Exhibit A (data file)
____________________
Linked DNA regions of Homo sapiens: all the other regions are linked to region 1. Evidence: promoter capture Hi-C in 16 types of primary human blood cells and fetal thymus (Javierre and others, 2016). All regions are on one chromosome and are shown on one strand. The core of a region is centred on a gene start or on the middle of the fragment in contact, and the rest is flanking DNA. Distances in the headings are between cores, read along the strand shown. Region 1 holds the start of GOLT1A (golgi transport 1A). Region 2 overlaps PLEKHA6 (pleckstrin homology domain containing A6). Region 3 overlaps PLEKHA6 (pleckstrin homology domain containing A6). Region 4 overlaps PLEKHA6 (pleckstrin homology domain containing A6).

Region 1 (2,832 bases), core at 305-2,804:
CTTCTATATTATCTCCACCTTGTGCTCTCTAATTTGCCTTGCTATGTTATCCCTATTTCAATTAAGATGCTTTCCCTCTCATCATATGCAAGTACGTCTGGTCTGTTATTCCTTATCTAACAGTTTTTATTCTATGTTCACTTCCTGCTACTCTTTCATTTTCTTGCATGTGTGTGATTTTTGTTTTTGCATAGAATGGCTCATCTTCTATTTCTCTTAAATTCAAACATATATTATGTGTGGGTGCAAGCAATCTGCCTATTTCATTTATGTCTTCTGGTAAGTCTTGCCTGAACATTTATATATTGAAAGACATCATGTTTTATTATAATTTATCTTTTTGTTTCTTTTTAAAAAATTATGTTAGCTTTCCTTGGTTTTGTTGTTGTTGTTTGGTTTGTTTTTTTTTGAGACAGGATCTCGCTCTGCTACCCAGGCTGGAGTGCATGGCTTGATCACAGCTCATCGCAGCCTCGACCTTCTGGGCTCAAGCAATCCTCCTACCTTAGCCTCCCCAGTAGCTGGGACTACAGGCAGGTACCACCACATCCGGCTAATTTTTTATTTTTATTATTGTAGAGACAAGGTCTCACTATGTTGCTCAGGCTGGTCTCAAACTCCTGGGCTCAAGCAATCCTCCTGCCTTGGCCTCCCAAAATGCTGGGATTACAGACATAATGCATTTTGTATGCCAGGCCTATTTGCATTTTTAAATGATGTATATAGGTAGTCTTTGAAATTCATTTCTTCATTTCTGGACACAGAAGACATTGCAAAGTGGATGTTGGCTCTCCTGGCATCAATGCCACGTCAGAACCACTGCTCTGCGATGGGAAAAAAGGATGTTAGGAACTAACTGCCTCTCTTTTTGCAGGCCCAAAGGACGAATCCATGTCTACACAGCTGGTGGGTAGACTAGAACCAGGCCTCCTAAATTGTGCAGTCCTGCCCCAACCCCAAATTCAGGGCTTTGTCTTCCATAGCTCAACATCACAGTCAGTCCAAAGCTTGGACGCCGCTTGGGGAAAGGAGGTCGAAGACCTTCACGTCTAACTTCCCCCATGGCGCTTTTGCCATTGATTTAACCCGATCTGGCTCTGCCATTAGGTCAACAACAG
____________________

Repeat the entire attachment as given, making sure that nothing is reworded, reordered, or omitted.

Linked DNA regions of Homo sapiens: all the other regions are linked to region 1. Evidence: promoter capture Hi-C in 16 types of primary human blood cells and fetal thymus (Javierre and others, 2016). All regions are on one chromosome and are shown on one strand. The core of a region is centred on a gene start or on the middle of the fragment in contact, and the rest is flanking DNA. Distances in the headings are between cores, read along the strand shown. Region 1 holds the start of GOLT1A (golgi transport 1A). Region 2 overlaps PLEKHA6 (pleckstrin homology domain containing A6). Region 3 overlaps PLEKHA6 (pleckstrin homology domain containing A6). Region 4 overlaps PLEKHA6 (pleckstrin homology domain containing A6).

Region 1 (2,832 bases), core at 305-2,804:
CTTCTATATTATCTCCACCTTGTGCTCTCTAATTTGCCTTGCTATGTTATCCCTATTTCAATTAAGATGCTTTCCCTCTCATCATATGCAAGTACGTCTGGTCTGTTATTCCTTATCTAACAGTTTTTATTCTATGTTCACTTCCTGCTACTCTTTCATTTTCTTGCATGTGTGTGATTTTTGTTTTTGCATAGAATGGCTCATCTTCTATTTCTCTTAAATTCAAACATATATTATGTGTGGGTGCAAGCAATCTGCCTATTTCATTTATGTCTTCTGGTAAGTCTTGCCTGAACATTTATATATTGAAAGACATCATGTTTTATTATAATTTATCTTTTTGTTTCTTTTTAAAAAATTATGTTAGCTTTCCTTGGTTTTGTTGTTGTTGTTTGGTTTGTTTTTTTTTGAGACAGGATCTCGCTCTGCTACCCAGGCTGGAGTGCATGGCTTGATCACAGCTCATCGCAGCCTCGACCTTCTGGGCTCAAGCAATCCTCCTACCTTAGCCTCCCCAGTAGCTGGGACTACAGGCAGGTACCACCACATCCGGCTAATTTTTTATTTTTATTATTGTAGAGACAAGGTCTCACTATGTTGCTCAGGCTGGTCTCAAACTCCTGGGCTCAAGCAATCCTCCTGCCTTGGCCTCCCAAAATGCTGGGATTACAGACATAATGCATTTTGTATGCCAGGCCTATTTGCATTTTTAAATGATGTATATAGGTAGTCTTTGAAATTCATTTCTTCATTTCTGGACACAGAAGACATTGCAAAGTGGATGTTGGCTCTCCTGGCATCAATGCCACGTCAGAACCACTGCTCTGCGATGGGAAAAAAGGATGTTAGGAACTAACTGCCTCTCTTTTTGCAGGCCCAAAGGACGAATCCATGTCTACACAGCTGGTGGGTAGACTAGAACCAGGCCTCCTAAATTGTGCAGTCCTGCCCCAACCCCAAATTCAGGGCTTTGTCTTCCATAGCTCAACATCACAGTCAGTCCAAAGCTTGGACGCCGCTTGGGGAAAGGAGGTCGAAGACCTTCACGTCTAACTTCCCCCATGGCGCTTTTGCCATTGATTTAACCCGATCTGGCTCTGCCATTAGGTCAACAACAG